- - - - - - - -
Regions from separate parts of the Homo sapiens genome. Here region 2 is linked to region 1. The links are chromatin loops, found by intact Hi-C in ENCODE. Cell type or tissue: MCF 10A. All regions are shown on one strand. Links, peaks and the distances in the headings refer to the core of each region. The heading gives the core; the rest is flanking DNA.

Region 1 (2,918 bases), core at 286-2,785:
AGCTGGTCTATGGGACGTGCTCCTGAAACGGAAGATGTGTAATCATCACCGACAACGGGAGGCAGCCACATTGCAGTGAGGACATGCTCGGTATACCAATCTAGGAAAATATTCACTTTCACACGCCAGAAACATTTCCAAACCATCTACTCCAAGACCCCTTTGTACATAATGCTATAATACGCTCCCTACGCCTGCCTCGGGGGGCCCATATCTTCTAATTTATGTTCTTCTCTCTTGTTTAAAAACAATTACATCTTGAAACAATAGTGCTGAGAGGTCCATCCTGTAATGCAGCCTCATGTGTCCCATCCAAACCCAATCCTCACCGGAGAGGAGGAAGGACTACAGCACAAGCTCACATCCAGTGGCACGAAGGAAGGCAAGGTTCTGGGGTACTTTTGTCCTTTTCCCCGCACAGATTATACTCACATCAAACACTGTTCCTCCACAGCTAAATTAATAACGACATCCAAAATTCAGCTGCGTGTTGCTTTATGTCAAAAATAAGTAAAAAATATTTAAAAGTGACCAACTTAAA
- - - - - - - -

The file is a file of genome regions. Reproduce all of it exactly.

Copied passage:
Regions from separate parts of the Homo sapiens genome. Here region 2 is linked to region 1. The links are chromatin loops, found by intact Hi-C in ENCODE. Cell type or tissue: MCF 10A. All regions are shown on one strand. Links, peaks and the distances in the headings refer to the core of each region. The heading gives the core; the rest is flanking DNA.

Region 1 (2,918 bases), core at 286-2,785:
AGCTGGTCTATGGGACGTGCTCCTGAAACGGAAGATGTGTAATCATCACCGACAACGGGAGGCAGCCACATTGCAGTGAGGACATGCTCGGTATACCAATCTAGGAAAATATTCACTTTCACACGCCAGAAACATTTCCAAACCATCTACTCCAAGACCCCTTTGTACATAATGCTATAATACGCTCCCTACGCCTGCCTCGGGGGGCCCATATCTTCTAATTTATGTTCTTCTCTCTTGTTTAAAAACAATTACATCTTGAAACAATAGTGCTGAGAGGTCCATCCTGTAATGCAGCCTCATGTGTCCCATCCAAACCCAATCCTCACCGGAGAGGAGGAAGGACTACAGCACAAGCTCACATCCAGTGGCACGAAGGAAGGCAAGGTTCTGGGGTACTTTTGTCCTTTTCCCCGCACAGATTATACTCACATCAAACACTGTTCCTCCACAGCTAAATTAATAACGACATCCAAAATTCAGCTGCGTGTTGCTTTATGTCAAAAATAAGTAAAAAATATTTAAAAGTGACCAACTTAAA